Toyota Prepares for Dakar Rally 2018 with New Hilux

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Veteran drivers hope to bring Toyota’s first win in the grueling off-road race with re-engineered, mid-engined, all-wheel-drive V8 truck.

No motorsport event provides even a trace of the grueling endurance torture of the Dakar Rally. The “rally raid” event covers nearly 9,000 kilometers of South America in just 14 days. Naturally, Toyota Gazoo Racing will send its Hilux into battle with the defending champion Peugeots beginning January 6, hopefully earning Toyota’s first Dakar win.

Red Bull caught up with Toyota driver Nasser Al-Attiyah during part of the trucks’ 3,000-kilometer shakedown. Al-Attiyah, a seasoned rally raid champion from Qatar, will lead that Toyota charge at Dakar. Al-Attiyah won Dakar in 2011 and 2015 respectively for Volkswagen and Mini; now he will pilot the Red Bull-sponsored Hilux for the second consecutive year.

In 2017, Al-Attiyah won the opening stage of the rally and led after Stage 2. However, an early failure forced his retirement before he could compete. The 47-year-old driver lacks nothing in experience. In addition to his two Dakar wins, Al-Attiyah has also won the last three FIA World Cup of Cross-Country Rallies championships. If any driver can take it to Peugeot’s Stephane Peterhansel and Sebastien Loeb, bet strongly on the Qatari driver.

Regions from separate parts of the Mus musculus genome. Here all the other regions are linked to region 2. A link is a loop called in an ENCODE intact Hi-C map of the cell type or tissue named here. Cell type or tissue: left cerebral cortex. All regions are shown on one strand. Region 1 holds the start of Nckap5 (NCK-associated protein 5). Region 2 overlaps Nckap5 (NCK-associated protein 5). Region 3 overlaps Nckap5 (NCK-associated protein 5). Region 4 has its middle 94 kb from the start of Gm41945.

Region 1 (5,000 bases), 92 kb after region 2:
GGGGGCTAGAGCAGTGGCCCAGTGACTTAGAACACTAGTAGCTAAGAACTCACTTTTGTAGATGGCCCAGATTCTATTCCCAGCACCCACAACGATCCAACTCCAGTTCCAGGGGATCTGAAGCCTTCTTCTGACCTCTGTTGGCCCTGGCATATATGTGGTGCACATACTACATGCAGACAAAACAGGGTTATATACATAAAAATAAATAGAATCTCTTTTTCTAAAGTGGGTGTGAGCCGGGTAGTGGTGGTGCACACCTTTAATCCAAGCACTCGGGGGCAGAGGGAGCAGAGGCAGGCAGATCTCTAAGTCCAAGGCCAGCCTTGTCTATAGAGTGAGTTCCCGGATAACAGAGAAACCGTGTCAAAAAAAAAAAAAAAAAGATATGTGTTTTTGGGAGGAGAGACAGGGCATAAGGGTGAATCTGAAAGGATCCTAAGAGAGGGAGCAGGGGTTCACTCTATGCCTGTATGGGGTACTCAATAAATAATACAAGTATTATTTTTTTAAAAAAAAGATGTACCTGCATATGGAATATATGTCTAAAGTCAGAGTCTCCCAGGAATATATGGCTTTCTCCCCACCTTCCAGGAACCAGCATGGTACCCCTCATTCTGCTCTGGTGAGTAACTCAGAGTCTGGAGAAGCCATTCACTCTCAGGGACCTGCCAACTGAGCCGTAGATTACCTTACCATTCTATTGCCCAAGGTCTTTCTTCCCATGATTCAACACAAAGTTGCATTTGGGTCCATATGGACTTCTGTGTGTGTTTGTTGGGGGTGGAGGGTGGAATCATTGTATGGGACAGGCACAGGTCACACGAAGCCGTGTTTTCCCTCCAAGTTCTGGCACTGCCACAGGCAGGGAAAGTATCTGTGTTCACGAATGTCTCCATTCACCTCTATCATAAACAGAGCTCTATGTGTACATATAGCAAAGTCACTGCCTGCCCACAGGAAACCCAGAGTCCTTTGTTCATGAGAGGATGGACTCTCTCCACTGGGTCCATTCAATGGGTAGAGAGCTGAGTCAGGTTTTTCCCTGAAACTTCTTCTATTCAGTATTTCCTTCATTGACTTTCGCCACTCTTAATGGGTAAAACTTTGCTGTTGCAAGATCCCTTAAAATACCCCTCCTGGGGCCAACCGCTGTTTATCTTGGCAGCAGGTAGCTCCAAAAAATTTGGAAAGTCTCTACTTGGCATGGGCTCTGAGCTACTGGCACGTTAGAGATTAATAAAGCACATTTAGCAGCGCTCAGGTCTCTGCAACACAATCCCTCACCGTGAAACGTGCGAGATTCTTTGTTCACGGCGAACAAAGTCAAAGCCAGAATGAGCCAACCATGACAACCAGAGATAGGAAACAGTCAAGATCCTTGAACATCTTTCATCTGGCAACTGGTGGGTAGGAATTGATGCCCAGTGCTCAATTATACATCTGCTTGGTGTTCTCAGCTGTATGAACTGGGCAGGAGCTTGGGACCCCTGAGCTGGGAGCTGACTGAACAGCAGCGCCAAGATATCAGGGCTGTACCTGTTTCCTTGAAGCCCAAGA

Toyota will also field entries for Dakar veterans Giniel de Villiers (South Africa), the 2009 Dakar winner with six more podiums, and Bernhard ten Brinke (Netherlands), who won the opening stage of 2016 for Toyota. Both offer considerable support and proven alternatives for Toyota Gazoo.

2018 Toyota Hilux Evo Dakar Rally

2018 Toyota Hilux Evo

South Africa-based Toyota Gazoo Racing has radically altered the Hilux Evo (as it calls its Dakar entry) from its 2017 form, itself a major revision from prior Dakar entries. Last year’s truck featured two-wheel drive and a front-mounted, naturally aspirated 5.0-liter V8 borrowed from Lexus.

 

Related: Toyota’s 1980s Mid-Engine Off-Road Racer

 

This year, Toyota has moved to a mid-engine configuration with the V8 sitting between the driver and navigator. That 5.0liter powerplant will drive all four wheels. All-wheel drive will add back some of the weight that was shed, but AWD will come in handy during the early stages in the lonely Peruvian and Bolivian desert. Additionally, Toyota improved the geometry of the independent rear to include 12 percent more travel.

Here’s the full route through Peru, Bolivia, and Argentina.

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